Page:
Advertisement

Albo All But Secures Labor Leadership After Rival Pulls Out

The next leader of the Labor Party is nearly a lock, after Jim Chalmers pulled out of the race on Thursday.

Just days ago, the leadership race featured Chris Bowen, Jim Chalmers, and Anthony Albanese following the election. Tanya Plibersek declined to contend with an early statement referring to family responsibilities.

But the field has been whittled down to just one at this stage, with both Bowen and Chalmers pulling out of the race, leaving Albanese to -- seemingly unopposed -- secure leadership of the opposition.

READ MORE: Anthony Albanese Finally Confirmed How To Say His Last Name

The MP for Sydney electorate Grayndler has gained widespread support from Labor MPs with Senator Penny Wong stating earlier this week that she believes Albanese is the "best person to lead us" and "the best person to take up the fight to Scott Morrison and the Coalition".

Chalmers called Albanese to offer his "enthusiastic support" earlier today.

Chalmers said in a statement that despite receiving support for the leadership himself, "I couldn't be assured of winning, and if I did win the extra responsibilities of leadership would make it much harder to do my bit at home".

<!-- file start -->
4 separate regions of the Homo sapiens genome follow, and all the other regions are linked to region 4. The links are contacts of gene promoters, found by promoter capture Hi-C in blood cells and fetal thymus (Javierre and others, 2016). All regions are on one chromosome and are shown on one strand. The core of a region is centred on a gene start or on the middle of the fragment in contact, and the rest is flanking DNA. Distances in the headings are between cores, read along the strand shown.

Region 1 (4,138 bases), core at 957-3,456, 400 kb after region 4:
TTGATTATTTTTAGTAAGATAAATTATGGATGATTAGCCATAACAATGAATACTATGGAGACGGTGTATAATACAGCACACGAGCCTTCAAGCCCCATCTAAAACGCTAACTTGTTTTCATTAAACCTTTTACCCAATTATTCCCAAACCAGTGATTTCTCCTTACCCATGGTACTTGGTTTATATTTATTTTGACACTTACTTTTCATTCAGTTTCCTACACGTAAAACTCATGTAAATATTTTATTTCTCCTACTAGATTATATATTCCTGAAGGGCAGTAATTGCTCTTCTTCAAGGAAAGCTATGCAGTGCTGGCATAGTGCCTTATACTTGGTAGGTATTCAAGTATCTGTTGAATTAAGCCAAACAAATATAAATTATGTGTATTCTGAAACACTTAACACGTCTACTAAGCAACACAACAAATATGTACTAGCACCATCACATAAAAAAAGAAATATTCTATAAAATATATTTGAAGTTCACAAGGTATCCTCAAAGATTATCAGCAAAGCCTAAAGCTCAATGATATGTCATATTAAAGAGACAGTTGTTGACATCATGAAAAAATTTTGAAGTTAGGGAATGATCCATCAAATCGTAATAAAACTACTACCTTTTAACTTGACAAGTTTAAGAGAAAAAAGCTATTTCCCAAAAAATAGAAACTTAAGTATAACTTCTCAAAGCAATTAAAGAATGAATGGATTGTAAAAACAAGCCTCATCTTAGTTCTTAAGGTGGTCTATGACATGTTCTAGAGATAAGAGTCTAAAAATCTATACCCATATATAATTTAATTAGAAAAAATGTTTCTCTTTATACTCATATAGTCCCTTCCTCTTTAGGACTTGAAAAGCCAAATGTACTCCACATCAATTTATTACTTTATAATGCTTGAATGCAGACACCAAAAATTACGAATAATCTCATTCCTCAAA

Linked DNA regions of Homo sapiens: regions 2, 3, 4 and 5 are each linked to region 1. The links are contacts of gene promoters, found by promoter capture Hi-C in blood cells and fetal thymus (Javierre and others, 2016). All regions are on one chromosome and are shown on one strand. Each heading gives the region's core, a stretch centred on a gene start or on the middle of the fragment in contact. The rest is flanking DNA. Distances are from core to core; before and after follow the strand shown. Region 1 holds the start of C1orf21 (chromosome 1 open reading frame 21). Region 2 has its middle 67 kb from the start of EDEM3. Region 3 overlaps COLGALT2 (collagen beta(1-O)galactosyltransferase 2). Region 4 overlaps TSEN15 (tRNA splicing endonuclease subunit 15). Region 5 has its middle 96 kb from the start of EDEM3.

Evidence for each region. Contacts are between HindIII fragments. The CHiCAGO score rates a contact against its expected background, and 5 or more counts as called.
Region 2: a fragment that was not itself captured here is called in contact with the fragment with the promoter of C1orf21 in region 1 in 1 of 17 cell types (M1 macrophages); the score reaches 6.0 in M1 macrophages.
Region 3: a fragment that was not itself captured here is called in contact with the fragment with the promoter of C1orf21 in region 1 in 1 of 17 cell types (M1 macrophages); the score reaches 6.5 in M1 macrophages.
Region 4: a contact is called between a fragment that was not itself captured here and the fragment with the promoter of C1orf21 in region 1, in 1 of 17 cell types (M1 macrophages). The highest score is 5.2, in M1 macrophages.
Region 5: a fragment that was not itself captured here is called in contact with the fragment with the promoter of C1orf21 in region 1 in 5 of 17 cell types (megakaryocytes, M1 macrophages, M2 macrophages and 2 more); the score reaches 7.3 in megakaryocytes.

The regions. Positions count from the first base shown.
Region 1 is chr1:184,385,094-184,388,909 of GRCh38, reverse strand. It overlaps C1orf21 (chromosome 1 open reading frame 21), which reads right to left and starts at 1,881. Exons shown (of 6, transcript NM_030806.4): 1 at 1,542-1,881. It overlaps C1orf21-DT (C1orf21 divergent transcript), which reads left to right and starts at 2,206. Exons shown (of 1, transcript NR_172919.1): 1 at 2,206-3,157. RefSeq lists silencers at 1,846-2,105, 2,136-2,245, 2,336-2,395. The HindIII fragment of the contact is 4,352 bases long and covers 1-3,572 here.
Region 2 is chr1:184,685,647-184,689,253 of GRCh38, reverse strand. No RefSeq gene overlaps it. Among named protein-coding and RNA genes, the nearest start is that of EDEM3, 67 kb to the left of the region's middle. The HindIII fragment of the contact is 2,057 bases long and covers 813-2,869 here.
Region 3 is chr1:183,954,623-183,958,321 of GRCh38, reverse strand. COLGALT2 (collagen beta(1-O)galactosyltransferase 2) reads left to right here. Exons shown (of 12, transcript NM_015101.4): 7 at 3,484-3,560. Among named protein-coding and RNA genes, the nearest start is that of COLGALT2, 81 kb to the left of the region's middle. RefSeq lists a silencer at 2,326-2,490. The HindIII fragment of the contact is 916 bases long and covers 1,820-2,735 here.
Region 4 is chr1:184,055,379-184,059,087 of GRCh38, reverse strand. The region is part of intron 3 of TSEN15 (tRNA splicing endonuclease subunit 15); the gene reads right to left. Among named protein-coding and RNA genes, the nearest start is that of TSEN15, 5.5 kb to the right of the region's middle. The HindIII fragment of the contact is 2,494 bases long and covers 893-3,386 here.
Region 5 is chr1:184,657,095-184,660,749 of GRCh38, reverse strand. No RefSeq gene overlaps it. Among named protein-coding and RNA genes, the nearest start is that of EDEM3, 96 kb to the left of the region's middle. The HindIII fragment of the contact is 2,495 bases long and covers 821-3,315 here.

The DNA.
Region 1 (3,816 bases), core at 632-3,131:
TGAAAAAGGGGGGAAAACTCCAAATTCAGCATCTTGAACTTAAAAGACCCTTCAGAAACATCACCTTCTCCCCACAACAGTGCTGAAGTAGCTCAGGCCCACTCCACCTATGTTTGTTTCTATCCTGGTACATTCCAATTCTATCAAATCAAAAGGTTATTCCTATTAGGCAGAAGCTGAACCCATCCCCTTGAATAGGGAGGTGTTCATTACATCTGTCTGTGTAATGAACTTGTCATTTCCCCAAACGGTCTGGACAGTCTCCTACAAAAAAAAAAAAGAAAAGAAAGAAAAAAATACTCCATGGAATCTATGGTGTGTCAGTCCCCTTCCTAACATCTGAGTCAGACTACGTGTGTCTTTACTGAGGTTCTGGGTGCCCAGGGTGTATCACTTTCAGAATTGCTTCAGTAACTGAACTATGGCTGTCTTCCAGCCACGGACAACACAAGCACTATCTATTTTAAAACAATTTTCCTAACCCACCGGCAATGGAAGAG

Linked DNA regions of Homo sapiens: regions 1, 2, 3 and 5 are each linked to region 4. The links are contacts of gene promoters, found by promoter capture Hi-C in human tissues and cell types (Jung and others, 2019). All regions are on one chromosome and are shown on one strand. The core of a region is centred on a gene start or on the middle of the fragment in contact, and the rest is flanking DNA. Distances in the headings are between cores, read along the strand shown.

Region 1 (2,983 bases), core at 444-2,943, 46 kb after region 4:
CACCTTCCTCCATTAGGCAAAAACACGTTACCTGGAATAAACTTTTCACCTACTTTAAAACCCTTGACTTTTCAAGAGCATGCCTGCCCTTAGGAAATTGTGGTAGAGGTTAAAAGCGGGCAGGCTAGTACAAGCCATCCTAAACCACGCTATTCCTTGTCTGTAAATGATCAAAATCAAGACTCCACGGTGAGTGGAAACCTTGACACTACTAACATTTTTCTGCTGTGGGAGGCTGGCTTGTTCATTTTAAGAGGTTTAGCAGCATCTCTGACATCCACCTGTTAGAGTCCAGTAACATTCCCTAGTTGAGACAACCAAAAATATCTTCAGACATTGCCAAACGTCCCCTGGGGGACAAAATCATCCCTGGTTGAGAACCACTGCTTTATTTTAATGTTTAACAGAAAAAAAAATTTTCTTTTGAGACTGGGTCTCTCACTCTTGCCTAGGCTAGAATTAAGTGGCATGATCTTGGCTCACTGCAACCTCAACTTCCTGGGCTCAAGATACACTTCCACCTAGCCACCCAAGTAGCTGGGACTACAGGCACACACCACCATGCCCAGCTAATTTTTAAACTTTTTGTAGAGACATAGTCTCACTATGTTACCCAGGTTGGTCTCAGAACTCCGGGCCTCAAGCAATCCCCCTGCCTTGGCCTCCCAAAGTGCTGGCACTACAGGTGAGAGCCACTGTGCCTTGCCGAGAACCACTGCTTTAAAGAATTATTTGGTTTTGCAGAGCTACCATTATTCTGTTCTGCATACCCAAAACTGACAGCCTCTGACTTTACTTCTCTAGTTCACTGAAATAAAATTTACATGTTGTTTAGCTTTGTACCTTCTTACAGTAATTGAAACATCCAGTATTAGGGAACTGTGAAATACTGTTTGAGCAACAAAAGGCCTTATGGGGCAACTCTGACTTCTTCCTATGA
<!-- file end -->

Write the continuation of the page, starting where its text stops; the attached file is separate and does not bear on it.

READ MORE: Anthony Albanese Will Run For Labor Leader

READ MORE: Tanya Plibersek Will Not Contest The Labor Leadership

Albanese is expected to unify the Labor party on the basis of a 'blue collar' focus with sharper messages about jobs and the economy.

Announcing his bid for leadership on Sunday, Albanese said that he would not be compromising his brand and would stick to creating a government that "deals with the big challenges by bringing people together."

"We need unions and businesses, people who live in our cities, the outer suburbs, or in the regions, to come together and recognise that what unites us as a nation is far greater than what divides us," he said.

Speaking today, Albanese said the magnitude of the voters' swing against Labor in the federal election was a significant problem but he doesn't think it "should be a cause for despair".

"I think it should be a cause for determination. We must work with the people of Australia wherever and whoever they are, to build a blueprint for a better country."

Clare O'Neil, member for Hotham, congratulated Albanese on his success and said that she is considering a run for deputy leadership -- a position that Chalmers has now been tipped to assume.

More to come.